How High Intensity Training Improves Endurance Sports Performance

Rowing, swimming, cycling, running, and oHow High Intensity Training Improves Endurance Sports Performancether endurance athletes focus on only training one energy system, the aerobic system. Unfortunately, research from Graesser (1986) suggests anaerobic energy contributes 20 – 30% for a 2,000 – m row (an endurance exercise, taking ~6 minutes). Recently, high intensity training (HIT) has gained popularity in training, as research suggests high intensity exercise also benefits endurance sports performance. This leads everyone into the dreaded quality vs. quantity debate, but remember the type of quantity and type of quality is the true questions and something the still undecided in the research. Overall, what the research suggests is that substituting some aerobic or traditional training with maximal or even supramaximal (yes, faster than you can maintain) can improve endurance sports performance. Don’t believe it? Well, a recent study by Stevens (2015) compared the effects of a traditional endurance training program with an endurance and supramaximal training program on 2,000-m rowing performance in elite University oarsmen after 4 weeks. The supramaximal exercise consisted of 4 – 6 repetitions of :60 all-out erg sprints with a 2.5 – 4 minute recovery period. Overall, both of these training groups improved, but the supramaximal exercise group demonstrated greater improvement (by ~1 second).

HIT Boot Camp

As the figure above shows, some athletes improved with traditional training [EBTAlone], while others succeed with the inclusion of supramaximal training [EBTSIT]. The most promising notion of including high intensity training for athletes it that despite a 40% reduction in continuous aerobic exercise (720 minutes in EBTSIT vs. 1,200 in EBTAlone) the EBTSIT group maintained their previous high standard of aerobic fitness. This finding supports other studies that have demonstrated the efficacy of supramaximal training for stimulating aerobic training and potentially benefiting aerobic sports performance. Once again, these results may not be for everyone, nonetheless, if some people can benefit from less training, why not? This period of less training can be used in other avenues, strength training, recovery, or simply sleep! Also, fewer repetitions on the body should reduce the injury risk, as training volume is the largest contributor of orthopedic injuries in endurance sports.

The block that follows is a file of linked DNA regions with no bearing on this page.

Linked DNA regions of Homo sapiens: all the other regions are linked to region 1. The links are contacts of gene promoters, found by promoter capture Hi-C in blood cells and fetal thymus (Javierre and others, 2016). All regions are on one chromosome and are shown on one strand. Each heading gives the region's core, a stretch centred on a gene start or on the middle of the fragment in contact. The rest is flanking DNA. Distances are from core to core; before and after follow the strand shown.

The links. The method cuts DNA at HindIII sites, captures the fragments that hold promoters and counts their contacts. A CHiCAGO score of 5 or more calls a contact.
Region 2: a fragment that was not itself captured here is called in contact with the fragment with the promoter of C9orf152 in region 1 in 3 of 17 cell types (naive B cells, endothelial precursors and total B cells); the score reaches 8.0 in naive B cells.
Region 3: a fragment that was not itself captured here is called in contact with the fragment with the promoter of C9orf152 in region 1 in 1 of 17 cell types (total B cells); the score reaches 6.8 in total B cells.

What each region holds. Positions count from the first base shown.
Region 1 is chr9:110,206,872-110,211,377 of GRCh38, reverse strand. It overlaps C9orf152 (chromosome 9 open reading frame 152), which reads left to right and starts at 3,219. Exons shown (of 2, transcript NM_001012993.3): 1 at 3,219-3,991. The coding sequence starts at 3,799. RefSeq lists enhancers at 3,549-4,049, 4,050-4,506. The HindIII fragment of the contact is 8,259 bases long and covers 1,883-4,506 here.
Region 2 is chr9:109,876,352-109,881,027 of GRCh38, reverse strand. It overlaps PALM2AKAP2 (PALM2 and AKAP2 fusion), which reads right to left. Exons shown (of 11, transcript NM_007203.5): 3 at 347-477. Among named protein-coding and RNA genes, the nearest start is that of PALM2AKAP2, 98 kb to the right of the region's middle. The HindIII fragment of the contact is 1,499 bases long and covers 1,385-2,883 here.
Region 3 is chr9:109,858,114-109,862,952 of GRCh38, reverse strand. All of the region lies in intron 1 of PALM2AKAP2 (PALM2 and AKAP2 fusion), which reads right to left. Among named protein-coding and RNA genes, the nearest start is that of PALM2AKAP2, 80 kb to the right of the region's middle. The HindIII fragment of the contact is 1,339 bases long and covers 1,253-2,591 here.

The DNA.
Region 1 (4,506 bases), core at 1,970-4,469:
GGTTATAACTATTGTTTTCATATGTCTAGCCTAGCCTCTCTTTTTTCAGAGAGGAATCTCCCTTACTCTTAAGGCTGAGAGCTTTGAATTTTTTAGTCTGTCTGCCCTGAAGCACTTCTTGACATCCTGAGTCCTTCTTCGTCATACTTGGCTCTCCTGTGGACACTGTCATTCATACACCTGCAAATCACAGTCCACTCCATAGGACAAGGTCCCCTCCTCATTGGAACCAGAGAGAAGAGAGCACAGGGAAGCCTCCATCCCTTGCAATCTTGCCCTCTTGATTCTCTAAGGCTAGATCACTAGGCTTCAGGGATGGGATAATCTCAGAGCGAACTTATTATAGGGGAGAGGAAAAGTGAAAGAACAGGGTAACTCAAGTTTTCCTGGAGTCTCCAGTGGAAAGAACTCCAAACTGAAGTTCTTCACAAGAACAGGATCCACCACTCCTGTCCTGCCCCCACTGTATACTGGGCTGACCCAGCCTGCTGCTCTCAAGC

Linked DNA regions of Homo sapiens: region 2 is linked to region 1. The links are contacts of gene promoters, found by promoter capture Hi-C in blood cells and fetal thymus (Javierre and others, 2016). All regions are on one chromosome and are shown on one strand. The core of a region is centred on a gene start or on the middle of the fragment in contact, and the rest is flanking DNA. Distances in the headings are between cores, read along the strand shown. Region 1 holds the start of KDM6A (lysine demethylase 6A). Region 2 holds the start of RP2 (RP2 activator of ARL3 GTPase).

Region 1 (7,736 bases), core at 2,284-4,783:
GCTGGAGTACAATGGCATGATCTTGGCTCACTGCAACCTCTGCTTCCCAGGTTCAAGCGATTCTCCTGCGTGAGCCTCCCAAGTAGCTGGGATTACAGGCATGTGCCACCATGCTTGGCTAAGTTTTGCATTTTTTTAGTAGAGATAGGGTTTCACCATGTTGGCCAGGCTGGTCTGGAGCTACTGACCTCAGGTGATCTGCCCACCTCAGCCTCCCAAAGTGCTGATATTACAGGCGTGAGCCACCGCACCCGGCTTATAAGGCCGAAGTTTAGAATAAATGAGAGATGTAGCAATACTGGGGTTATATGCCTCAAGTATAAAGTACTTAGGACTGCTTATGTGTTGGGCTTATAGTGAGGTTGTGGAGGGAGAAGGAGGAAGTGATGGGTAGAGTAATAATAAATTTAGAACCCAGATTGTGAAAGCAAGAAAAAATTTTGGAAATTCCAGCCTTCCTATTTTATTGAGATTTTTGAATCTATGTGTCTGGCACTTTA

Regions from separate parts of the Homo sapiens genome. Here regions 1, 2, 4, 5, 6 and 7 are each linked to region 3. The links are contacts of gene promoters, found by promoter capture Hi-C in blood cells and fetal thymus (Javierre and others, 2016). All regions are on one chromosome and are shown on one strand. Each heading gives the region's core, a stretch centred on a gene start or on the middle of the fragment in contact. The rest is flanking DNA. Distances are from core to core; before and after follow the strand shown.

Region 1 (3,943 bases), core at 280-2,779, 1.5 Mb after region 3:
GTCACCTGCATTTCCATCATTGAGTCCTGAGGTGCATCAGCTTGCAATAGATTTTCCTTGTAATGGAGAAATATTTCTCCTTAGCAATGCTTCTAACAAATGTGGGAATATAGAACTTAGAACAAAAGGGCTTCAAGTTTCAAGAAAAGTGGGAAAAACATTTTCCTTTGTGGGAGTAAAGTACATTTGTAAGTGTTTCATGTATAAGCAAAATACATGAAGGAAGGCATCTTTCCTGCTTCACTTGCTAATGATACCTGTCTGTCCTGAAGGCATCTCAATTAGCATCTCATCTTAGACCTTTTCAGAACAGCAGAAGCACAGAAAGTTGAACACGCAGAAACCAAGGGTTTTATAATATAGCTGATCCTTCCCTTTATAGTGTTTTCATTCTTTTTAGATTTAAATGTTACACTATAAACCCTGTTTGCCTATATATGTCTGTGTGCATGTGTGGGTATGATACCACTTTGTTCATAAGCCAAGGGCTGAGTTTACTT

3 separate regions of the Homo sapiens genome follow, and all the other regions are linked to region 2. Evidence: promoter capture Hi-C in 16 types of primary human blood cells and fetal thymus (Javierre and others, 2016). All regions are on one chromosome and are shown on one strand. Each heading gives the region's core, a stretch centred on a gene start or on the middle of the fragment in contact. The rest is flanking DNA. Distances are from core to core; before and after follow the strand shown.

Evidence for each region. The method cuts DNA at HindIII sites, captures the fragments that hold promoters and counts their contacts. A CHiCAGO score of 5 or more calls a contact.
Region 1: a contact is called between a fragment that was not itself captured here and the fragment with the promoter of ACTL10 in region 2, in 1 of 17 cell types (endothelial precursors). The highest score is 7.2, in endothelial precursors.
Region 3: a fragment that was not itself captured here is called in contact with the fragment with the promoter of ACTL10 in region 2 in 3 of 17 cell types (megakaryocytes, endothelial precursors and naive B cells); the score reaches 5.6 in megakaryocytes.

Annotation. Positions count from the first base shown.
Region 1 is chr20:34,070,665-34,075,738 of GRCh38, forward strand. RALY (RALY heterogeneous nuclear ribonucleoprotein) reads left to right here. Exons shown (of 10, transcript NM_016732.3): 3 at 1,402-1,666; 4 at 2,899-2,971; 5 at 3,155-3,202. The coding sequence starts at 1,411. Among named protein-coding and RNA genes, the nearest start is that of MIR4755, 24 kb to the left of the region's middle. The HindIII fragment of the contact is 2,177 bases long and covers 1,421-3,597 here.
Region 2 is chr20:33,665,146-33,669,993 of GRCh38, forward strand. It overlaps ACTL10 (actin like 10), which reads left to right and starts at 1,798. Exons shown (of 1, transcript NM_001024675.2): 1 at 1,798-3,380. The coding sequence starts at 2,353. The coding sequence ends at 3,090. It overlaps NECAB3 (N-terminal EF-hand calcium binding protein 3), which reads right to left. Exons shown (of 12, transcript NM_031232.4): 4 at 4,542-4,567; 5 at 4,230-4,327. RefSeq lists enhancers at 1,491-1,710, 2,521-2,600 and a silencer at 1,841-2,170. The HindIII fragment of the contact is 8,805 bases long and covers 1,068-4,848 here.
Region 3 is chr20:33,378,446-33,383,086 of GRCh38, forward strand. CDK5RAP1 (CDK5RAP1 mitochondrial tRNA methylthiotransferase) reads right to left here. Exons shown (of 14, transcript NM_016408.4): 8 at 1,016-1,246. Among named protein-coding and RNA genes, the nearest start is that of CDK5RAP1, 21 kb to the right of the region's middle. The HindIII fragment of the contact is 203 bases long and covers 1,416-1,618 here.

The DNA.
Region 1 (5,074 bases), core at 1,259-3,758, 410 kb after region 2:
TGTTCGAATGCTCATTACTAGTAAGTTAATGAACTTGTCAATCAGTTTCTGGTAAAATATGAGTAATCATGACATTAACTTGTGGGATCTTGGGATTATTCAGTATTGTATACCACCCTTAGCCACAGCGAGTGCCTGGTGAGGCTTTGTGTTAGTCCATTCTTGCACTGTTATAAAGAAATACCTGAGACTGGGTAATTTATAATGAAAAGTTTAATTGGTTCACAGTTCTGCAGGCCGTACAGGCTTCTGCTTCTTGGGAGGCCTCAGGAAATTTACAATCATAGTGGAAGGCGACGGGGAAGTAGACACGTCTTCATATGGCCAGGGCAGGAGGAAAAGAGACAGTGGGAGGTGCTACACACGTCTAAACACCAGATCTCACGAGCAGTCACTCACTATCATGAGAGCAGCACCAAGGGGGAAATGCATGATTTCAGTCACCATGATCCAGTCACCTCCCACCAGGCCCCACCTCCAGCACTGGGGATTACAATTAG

How High Intensity Training Improves Endurance Sports Performance

Overall, the improvement in sports performance is likely due from the overall enhancement in peak power output. The reasoning behind the improved peak power output is not well known, but it is believed to occur from an increase activity of key glycolytic enzymes, including hexokinase and phosphofructokinase [both of which create energy via ATP]. This is not surprising because endurance-trained individuals have been reported to have similar muscle glycolytic enzyme activity as untrained individuals, perhaps because their endurance-based training does not provide a sufficient anaerobic stimulus. As mentioned, before this study, the rowers involved in both the EBTSIT and EBTAlone groups engaged in a large volume of endurance-based exercise (∼80% of total training time), with much less time spent working above blood lactate threshold (∼20% of total training time). Although the participants in this study were already well trained at the beginning of this study, even modest improvements in physiological capacity could have significant consequences during rowing competition because the sports performances are won or lost by only fractions of a second. Therefore, improving glycoysis (and all the energy systems) can likely improve sports performance in endurance events. Make sure your training programs enhance all elements of your racing…


  1. Stevens AW, Olver TT, Lemon PW. Incorporating sprint training with endurance training improves anaerobic capacity and 2,000-m Erg performance in trained oarsmen. J Strength Cond Res. 2015 Jan;29(1):22-8. doi: 10.1519/JSC.0000000000000593.

Written by John Mullen, DPT, CSCS

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